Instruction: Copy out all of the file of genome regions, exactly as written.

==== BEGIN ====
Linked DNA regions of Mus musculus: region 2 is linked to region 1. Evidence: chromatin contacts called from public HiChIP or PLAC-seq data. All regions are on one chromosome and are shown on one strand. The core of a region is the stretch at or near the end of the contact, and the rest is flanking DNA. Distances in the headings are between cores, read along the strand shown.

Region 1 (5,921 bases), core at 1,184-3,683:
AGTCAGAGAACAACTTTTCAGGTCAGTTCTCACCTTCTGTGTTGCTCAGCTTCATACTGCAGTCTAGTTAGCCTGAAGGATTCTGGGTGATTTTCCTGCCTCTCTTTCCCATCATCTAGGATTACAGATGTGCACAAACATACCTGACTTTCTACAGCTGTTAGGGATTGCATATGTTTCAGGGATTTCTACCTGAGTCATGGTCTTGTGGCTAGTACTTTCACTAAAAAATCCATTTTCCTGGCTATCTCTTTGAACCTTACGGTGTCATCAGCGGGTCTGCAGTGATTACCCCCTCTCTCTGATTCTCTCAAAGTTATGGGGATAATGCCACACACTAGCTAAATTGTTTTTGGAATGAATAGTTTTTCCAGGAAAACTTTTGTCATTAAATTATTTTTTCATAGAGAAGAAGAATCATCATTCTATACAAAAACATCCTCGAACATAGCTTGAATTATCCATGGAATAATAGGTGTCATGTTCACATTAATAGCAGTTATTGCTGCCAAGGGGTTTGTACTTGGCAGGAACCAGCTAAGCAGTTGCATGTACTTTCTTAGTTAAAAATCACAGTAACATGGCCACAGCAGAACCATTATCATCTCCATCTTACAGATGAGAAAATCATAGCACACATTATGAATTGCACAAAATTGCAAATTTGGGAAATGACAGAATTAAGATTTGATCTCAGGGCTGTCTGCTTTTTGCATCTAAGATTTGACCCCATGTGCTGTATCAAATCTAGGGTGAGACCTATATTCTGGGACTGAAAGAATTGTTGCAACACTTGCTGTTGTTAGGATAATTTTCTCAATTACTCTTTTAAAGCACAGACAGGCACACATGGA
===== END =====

Linked DNA regions of Mus musculus: region 2 is linked to region 1. Evidence: chromatin contacts called from public HiChIP or PLAC-seq data. All regions are on one chromosome and are shown on one strand. The core of a region is the stretch at or near the end of the contact, and the rest is flanking DNA. Distances in the headings are between cores, read along the strand shown.

Region 1 (5,921 bases), core at 1,184-3,683:
AGTCAGAGAACAACTTTTCAGGTCAGTTCTCACCTTCTGTGTTGCTCAGCTTCATACTGCAGTCTAGTTAGCCTGAAGGATTCTGGGTGATTTTCCTGCCTCTCTTTCCCATCATCTAGGATTACAGATGTGCACAAACATACCTGACTTTCTACAGCTGTTAGGGATTGCATATGTTTCAGGGATTTCTACCTGAGTCATGGTCTTGTGGCTAGTACTTTCACTAAAAAATCCATTTTCCTGGCTATCTCTTTGAACCTTACGGTGTCATCAGCGGGTCTGCAGTGATTACCCCCTCTCTCTGATTCTCTCAAAGTTATGGGGATAATGCCACACACTAGCTAAATTGTTTTTGGAATGAATAGTTTTTCCAGGAAAACTTTTGTCATTAAATTATTTTTTCATAGAGAAGAAGAATCATCATTCTATACAAAAACATCCTCGAACATAGCTTGAATTATCCATGGAATAATAGGTGTCATGTTCACATTAATAGCAGTTATTGCTGCCAAGGGGTTTGTACTTGGCAGGAACCAGCTAAGCAGTTGCATGTACTTTCTTAGTTAAAAATCACAGTAACATGGCCACAGCAGAACCATTATCATCTCCATCTTACAGATGAGAAAATCATAGCACACATTATGAATTGCACAAAATTGCAAATTTGGGAAATGACAGAATTAAGATTTGATCTCAGGGCTGTCTGCTTTTTGCATCTAAGATTTGACCCCATGTGCTGTATCAAATCTAGGGTGAGACCTATATTCTGGGACTGAAAGAATTGTTGCAACACTTGCTGTTGTTAGGATAATTTTCTCAATTACTCTTTTAAAGCACAGACAGGCACACATGGA